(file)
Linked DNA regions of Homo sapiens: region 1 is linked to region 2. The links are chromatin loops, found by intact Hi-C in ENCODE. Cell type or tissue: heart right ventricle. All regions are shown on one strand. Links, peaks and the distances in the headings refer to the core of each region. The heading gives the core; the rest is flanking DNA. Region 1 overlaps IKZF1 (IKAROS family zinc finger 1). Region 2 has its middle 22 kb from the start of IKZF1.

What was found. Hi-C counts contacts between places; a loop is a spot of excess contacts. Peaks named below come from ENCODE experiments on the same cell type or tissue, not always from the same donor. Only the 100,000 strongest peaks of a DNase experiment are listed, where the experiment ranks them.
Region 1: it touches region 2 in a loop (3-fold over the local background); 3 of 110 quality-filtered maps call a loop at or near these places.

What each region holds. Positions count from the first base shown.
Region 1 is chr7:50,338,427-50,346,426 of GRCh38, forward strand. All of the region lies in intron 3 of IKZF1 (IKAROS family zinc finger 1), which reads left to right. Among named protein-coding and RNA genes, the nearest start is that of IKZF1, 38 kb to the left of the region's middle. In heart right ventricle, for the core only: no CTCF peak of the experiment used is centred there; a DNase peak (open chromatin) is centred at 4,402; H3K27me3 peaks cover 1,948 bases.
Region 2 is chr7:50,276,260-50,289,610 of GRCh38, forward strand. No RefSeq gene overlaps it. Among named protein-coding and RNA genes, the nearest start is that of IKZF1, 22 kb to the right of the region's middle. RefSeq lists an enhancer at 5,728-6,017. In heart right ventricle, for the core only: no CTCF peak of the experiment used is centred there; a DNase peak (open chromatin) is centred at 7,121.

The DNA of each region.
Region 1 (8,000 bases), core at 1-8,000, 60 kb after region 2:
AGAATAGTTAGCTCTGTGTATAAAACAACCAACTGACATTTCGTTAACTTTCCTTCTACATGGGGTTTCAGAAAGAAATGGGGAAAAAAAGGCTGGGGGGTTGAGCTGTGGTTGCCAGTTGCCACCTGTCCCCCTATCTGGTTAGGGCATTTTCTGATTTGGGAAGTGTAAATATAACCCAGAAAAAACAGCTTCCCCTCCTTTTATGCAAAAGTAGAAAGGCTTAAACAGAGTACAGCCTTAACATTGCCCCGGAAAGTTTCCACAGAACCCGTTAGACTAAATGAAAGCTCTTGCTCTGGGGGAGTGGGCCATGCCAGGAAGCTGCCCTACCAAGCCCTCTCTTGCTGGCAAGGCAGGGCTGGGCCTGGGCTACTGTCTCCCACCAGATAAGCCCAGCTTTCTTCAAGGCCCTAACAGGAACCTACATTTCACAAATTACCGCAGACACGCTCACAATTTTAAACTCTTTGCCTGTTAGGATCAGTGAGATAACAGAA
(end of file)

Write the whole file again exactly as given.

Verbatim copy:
Linked DNA regions of Homo sapiens: region 1 is linked to region 2. The links are chromatin loops, found by intact Hi-C in ENCODE. Cell type or tissue: heart right ventricle. All regions are shown on one strand. Links, peaks and the distances in the headings refer to the core of each region. The heading gives the core; the rest is flanking DNA. Region 1 overlaps IKZF1 (IKAROS family zinc finger 1). Region 2 has its middle 22 kb from the start of IKZF1.

What was found. Hi-C counts contacts between places; a loop is a spot of excess contacts. Peaks named below come from ENCODE experiments on the same cell type or tissue, not always from the same donor. Only the 100,000 strongest peaks of a DNase experiment are listed, where the experiment ranks them.
Region 1: it touches region 2 in a loop (3-fold over the local background); 3 of 110 quality-filtered maps call a loop at or near these places.

What each region holds. Positions count from the first base shown.
Region 1 is chr7:50,338,427-50,346,426 of GRCh38, forward strand. All of the region lies in intron 3 of IKZF1 (IKAROS family zinc finger 1), which reads left to right. Among named protein-coding and RNA genes, the nearest start is that of IKZF1, 38 kb to the left of the region's middle. In heart right ventricle, for the core only: no CTCF peak of the experiment used is centred there; a DNase peak (open chromatin) is centred at 4,402; H3K27me3 peaks cover 1,948 bases.
Region 2 is chr7:50,276,260-50,289,610 of GRCh38, forward strand. No RefSeq gene overlaps it. Among named protein-coding and RNA genes, the nearest start is that of IKZF1, 22 kb to the right of the region's middle. RefSeq lists an enhancer at 5,728-6,017. In heart right ventricle, for the core only: no CTCF peak of the experiment used is centred there; a DNase peak (open chromatin) is centred at 7,121.

The DNA of each region.
Region 1 (8,000 bases), core at 1-8,000, 60 kb after region 2:
AGAATAGTTAGCTCTGTGTATAAAACAACCAACTGACATTTCGTTAACTTTCCTTCTACATGGGGTTTCAGAAAGAAATGGGGAAAAAAAGGCTGGGGGGTTGAGCTGTGGTTGCCAGTTGCCACCTGTCCCCCTATCTGGTTAGGGCATTTTCTGATTTGGGAAGTGTAAATATAACCCAGAAAAAACAGCTTCCCCTCCTTTTATGCAAAAGTAGAAAGGCTTAAACAGAGTACAGCCTTAACATTGCCCCGGAAAGTTTCCACAGAACCCGTTAGACTAAATGAAAGCTCTTGCTCTGGGGGAGTGGGCCATGCCAGGAAGCTGCCCTACCAAGCCCTCTCTTGCTGGCAAGGCAGGGCTGGGCCTGGGCTACTGTCTCCCACCAGATAAGCCCAGCTTTCTTCAAGGCCCTAACAGGAACCTACATTTCACAAATTACCGCAGACACGCTCACAATTTTAAACTCTTTGCCTGTTAGGATCAGTGAGATAACAGAA